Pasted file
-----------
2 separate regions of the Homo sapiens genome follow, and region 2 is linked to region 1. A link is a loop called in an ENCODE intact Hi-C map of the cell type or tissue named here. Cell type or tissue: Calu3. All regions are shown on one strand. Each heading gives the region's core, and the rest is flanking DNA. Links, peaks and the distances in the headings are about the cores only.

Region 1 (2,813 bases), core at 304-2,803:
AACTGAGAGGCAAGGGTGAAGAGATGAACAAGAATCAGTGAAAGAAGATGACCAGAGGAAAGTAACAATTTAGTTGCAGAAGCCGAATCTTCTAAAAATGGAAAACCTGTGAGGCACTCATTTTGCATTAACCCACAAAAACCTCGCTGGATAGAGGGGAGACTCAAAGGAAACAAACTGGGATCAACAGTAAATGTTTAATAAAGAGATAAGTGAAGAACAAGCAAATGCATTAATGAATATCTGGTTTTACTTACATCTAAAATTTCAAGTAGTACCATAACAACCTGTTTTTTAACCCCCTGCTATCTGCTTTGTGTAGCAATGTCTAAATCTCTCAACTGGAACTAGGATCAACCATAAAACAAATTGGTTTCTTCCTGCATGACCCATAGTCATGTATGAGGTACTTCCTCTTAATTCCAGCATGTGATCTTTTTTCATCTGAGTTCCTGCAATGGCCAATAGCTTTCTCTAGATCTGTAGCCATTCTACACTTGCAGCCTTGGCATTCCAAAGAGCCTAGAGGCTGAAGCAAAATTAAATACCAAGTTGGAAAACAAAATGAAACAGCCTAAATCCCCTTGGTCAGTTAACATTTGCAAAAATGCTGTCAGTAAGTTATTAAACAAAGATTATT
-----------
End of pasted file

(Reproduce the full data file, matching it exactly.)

2 separate regions of the Homo sapiens genome follow, and region 2 is linked to region 1. A link is a loop called in an ENCODE intact Hi-C map of the cell type or tissue named here. Cell type or tissue: Calu3. All regions are shown on one strand. Each heading gives the region's core, and the rest is flanking DNA. Links, peaks and the distances in the headings are about the cores only.

Region 1 (2,813 bases), core at 304-2,803:
AACTGAGAGGCAAGGGTGAAGAGATGAACAAGAATCAGTGAAAGAAGATGACCAGAGGAAAGTAACAATTTAGTTGCAGAAGCCGAATCTTCTAAAAATGGAAAACCTGTGAGGCACTCATTTTGCATTAACCCACAAAAACCTCGCTGGATAGAGGGGAGACTCAAAGGAAACAAACTGGGATCAACAGTAAATGTTTAATAAAGAGATAAGTGAAGAACAAGCAAATGCATTAATGAATATCTGGTTTTACTTACATCTAAAATTTCAAGTAGTACCATAACAACCTGTTTTTTAACCCCCTGCTATCTGCTTTGTGTAGCAATGTCTAAATCTCTCAACTGGAACTAGGATCAACCATAAAACAAATTGGTTTCTTCCTGCATGACCCATAGTCATGTATGAGGTACTTCCTCTTAATTCCAGCATGTGATCTTTTTTCATCTGAGTTCCTGCAATGGCCAATAGCTTTCTCTAGATCTGTAGCCATTCTACACTTGCAGCCTTGGCATTCCAAAGAGCCTAGAGGCTGAAGCAAAATTAAATACCAAGTTGGAAAACAAAATGAAACAGCCTAAATCCCCTTGGTCAGTTAACATTTGCAAAAATGCTGTCAGTAAGTTATTAAACAAAGATTATT